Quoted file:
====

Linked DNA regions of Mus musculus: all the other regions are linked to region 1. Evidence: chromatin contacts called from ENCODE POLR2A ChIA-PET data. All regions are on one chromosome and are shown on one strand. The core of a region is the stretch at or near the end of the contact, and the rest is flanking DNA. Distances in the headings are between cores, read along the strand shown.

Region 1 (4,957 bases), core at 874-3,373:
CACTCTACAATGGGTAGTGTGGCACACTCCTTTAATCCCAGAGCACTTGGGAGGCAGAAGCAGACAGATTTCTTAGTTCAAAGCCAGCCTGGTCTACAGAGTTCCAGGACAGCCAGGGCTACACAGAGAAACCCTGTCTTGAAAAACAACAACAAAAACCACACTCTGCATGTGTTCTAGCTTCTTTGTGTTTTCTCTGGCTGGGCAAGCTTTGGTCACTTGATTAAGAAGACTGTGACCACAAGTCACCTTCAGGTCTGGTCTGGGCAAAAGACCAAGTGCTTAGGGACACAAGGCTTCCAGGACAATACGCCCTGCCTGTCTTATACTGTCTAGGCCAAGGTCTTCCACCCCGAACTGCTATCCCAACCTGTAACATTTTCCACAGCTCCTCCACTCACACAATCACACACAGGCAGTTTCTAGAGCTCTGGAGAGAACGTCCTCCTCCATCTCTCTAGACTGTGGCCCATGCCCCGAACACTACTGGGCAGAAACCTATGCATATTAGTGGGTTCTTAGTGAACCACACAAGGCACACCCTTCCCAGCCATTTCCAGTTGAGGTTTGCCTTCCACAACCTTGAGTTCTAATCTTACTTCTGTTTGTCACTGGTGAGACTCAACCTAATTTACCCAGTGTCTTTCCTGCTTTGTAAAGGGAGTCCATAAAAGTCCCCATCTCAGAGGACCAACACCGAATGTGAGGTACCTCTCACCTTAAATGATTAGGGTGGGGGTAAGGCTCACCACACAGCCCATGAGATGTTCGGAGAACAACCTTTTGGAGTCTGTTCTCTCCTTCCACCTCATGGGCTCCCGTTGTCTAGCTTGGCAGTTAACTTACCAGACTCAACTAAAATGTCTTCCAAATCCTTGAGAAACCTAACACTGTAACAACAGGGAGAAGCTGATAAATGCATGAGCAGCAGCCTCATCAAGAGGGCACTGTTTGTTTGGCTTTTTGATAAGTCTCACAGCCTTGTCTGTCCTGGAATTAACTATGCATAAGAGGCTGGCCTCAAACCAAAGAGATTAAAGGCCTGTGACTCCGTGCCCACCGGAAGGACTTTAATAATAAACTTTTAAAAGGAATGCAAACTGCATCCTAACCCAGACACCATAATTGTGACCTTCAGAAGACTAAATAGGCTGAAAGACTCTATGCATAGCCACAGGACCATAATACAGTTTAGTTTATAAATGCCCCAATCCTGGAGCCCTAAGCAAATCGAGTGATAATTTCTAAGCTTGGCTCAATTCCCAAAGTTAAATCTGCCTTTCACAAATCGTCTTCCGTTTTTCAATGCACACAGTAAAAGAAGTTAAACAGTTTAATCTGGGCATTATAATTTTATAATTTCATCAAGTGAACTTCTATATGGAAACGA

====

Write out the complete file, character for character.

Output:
Linked DNA regions of Mus musculus: all the other regions are linked to region 1. Evidence: chromatin contacts called from ENCODE POLR2A ChIA-PET data. All regions are on one chromosome and are shown on one strand. The core of a region is the stretch at or near the end of the contact, and the rest is flanking DNA. Distances in the headings are between cores, read along the strand shown.

Region 1 (4,957 bases), core at 874-3,373:
CACTCTACAATGGGTAGTGTGGCACACTCCTTTAATCCCAGAGCACTTGGGAGGCAGAAGCAGACAGATTTCTTAGTTCAAAGCCAGCCTGGTCTACAGAGTTCCAGGACAGCCAGGGCTACACAGAGAAACCCTGTCTTGAAAAACAACAACAAAAACCACACTCTGCATGTGTTCTAGCTTCTTTGTGTTTTCTCTGGCTGGGCAAGCTTTGGTCACTTGATTAAGAAGACTGTGACCACAAGTCACCTTCAGGTCTGGTCTGGGCAAAAGACCAAGTGCTTAGGGACACAAGGCTTCCAGGACAATACGCCCTGCCTGTCTTATACTGTCTAGGCCAAGGTCTTCCACCCCGAACTGCTATCCCAACCTGTAACATTTTCCACAGCTCCTCCACTCACACAATCACACACAGGCAGTTTCTAGAGCTCTGGAGAGAACGTCCTCCTCCATCTCTCTAGACTGTGGCCCATGCCCCGAACACTACTGGGCAGAAACCTATGCATATTAGTGGGTTCTTAGTGAACCACACAAGGCACACCCTTCCCAGCCATTTCCAGTTGAGGTTTGCCTTCCACAACCTTGAGTTCTAATCTTACTTCTGTTTGTCACTGGTGAGACTCAACCTAATTTACCCAGTGTCTTTCCTGCTTTGTAAAGGGAGTCCATAAAAGTCCCCATCTCAGAGGACCAACACCGAATGTGAGGTACCTCTCACCTTAAATGATTAGGGTGGGGGTAAGGCTCACCACACAGCCCATGAGATGTTCGGAGAACAACCTTTTGGAGTCTGTTCTCTCCTTCCACCTCATGGGCTCCCGTTGTCTAGCTTGGCAGTTAACTTACCAGACTCAACTAAAATGTCTTCCAAATCCTTGAGAAACCTAACACTGTAACAACAGGGAGAAGCTGATAAATGCATGAGCAGCAGCCTCATCAAGAGGGCACTGTTTGTTTGGCTTTTTGATAAGTCTCACAGCCTTGTCTGTCCTGGAATTAACTATGCATAAGAGGCTGGCCTCAAACCAAAGAGATTAAAGGCCTGTGACTCCGTGCCCACCGGAAGGACTTTAATAATAAACTTTTAAAAGGAATGCAAACTGCATCCTAACCCAGACACCATAATTGTGACCTTCAGAAGACTAAATAGGCTGAAAGACTCTATGCATAGCCACAGGACCATAATACAGTTTAGTTTATAAATGCCCCAATCCTGGAGCCCTAAGCAAATCGAGTGATAATTTCTAAGCTTGGCTCAATTCCCAAAGTTAAATCTGCCTTTCACAAATCGTCTTCCGTTTTTCAATGCACACAGTAAAAGAAGTTAAACAGTTTAATCTGGGCATTATAATTTTATAATTTCATCAAGTGAACTTCTATATGGAAACGA